US Ninth Circuit Throws PlayUp’s Restraining Order Against Mintas

The temporary restraining order that PlayUp imposed on Laila Mintas and was rejected by a lower court has been upheld by the US Ninth Circuit Court of Appeals. Mintas was appointed as the CEO of PlayUP in 2020 but after a failed takeover from FTX, PlayUp cut ties with Mintas.

A Timeline Into the Dispute Between PlayUp and Mintas 

Back in August 2021, PlayUp and cryptocurrency exchange, FTX, started negotiating a potential takeover by FTX, worth $450 million. Around the same time, Mintas requested to be appointed as the global CEO of the company, have a 100% increase in her salary to $1 million annually, a 15% stake in the business and have Daniel Simic’s contract terminated. 

Once PlayUp denied these requests, Mintas reportedly started directly negotiating with FTX. Then, reports state that Mintas made claims that led to the negotiation process falling through. She stated that there’s conflict within PlayUp’s management team and systematic issues. 

In doing so, Mintas breached her employment agreement and PlayUp even stated that she threatened to damage the company’s reputation. 

In response, Mintas’ filling claimed that Simic was actually the reason why the negotiations fell through as he “made unreasonable and unethical demands.” Hence, Mintas took matters to the Nevada US District Court and the court determined that Mintas was used as a scapegoat for the deal falling through.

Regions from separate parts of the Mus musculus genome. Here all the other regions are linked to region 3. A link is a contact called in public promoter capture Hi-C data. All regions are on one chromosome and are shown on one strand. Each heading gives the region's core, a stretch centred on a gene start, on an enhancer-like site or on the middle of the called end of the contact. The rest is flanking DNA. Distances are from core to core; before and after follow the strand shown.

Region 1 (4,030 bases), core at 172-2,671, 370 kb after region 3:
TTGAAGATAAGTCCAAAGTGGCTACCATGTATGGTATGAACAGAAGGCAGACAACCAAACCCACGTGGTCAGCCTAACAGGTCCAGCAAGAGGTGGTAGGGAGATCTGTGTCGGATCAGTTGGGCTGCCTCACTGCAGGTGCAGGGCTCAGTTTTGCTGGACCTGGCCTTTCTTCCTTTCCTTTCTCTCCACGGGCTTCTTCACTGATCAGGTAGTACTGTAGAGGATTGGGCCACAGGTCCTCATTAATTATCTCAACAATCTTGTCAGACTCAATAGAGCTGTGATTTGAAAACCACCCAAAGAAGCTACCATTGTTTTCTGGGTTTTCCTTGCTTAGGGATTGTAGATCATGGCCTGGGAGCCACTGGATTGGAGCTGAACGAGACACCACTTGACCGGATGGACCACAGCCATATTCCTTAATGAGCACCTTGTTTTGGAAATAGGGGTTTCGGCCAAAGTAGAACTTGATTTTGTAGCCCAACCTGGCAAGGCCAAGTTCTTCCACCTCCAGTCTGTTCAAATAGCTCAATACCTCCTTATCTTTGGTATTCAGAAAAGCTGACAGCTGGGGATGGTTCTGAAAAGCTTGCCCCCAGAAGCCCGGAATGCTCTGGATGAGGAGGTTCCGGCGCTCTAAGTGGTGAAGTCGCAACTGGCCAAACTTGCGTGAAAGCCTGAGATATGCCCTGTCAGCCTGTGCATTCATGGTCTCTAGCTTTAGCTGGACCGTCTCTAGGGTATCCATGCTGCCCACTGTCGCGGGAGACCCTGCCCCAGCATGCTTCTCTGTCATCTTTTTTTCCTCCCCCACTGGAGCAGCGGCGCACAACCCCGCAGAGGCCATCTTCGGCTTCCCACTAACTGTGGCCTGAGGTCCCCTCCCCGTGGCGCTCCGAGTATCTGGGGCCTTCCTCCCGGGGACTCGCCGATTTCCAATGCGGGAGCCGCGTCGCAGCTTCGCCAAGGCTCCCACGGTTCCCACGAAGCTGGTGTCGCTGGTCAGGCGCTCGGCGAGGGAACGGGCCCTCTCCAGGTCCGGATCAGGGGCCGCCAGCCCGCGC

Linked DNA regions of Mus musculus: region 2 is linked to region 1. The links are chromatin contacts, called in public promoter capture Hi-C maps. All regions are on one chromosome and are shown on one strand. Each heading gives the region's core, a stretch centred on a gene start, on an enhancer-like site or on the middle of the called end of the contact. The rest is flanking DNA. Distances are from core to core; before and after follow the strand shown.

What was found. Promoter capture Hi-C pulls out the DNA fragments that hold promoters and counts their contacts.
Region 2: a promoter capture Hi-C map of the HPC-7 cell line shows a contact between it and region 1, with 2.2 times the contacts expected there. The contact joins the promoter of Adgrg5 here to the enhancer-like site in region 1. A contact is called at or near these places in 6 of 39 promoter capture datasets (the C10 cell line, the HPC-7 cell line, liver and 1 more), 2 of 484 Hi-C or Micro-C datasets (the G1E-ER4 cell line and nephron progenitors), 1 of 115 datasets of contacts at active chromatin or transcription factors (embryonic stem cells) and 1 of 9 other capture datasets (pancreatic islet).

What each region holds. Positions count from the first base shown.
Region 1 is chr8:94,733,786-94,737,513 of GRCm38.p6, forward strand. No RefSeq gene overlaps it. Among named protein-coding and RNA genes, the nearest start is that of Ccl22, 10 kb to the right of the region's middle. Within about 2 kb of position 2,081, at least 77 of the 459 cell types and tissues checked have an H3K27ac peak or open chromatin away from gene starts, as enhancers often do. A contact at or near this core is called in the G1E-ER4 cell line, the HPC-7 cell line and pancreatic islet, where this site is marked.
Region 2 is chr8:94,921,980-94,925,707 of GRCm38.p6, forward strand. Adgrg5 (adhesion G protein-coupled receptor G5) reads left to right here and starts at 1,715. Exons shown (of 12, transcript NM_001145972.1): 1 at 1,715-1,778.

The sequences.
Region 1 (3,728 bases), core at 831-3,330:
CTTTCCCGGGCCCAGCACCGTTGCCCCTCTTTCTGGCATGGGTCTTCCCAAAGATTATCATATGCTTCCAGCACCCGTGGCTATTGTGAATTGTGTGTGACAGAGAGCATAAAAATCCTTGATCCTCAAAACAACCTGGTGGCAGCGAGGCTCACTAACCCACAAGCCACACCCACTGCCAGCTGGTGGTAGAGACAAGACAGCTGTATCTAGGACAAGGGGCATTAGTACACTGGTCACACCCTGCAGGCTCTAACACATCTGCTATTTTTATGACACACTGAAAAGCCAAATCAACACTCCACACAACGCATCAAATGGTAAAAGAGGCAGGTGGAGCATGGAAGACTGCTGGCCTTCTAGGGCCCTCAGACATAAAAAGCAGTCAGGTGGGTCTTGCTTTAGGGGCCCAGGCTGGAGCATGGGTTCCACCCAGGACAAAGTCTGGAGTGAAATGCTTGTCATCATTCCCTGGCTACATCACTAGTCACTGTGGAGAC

This is when PlayUp appealed to the US Ninth Circuit Court of Appeals. Judges Patrick J. Bumatay, Raymond T. Chen, and Rick Clifton. The court upheld the decision of the Nevada US District Court. 

PlayUp Did Not Prove the Likelihood of Success on the Merits 

The court noted that the main reason why it upheld the district court decision is that the company didn’t prove the likelihood of success on the merits. Judge Chen even questioned whether Mintas actually tried to damage PlayUp’s reputation. 

Michael Popach, the legal representative for PlayUp, stated that the court did not address the fact of whether the company would be more badly hit than Mintas if the injunction was denied. 

However, the court noted that the fact that the deal with FTX fell through, there wasn’t any danger of Mintas interfering and hence, there’s no reason for injunction. 

Judge Clifton added that PlayUp would only be hit more severely from not receiving an injunction if it proved that it was right on the merits of the case. 

While concluding the judgment, the court stated that it did not make the ruling based on the merits of the case and added that the lower court (Nevada District Court) acted properly. The conclusion ended with the court saying that neither party will necessarily prevail if the matters proceed to trial. Recently, PlayUp announced that it will undergo a strategic review and one of the possibilities that were being looked into was selling the business.

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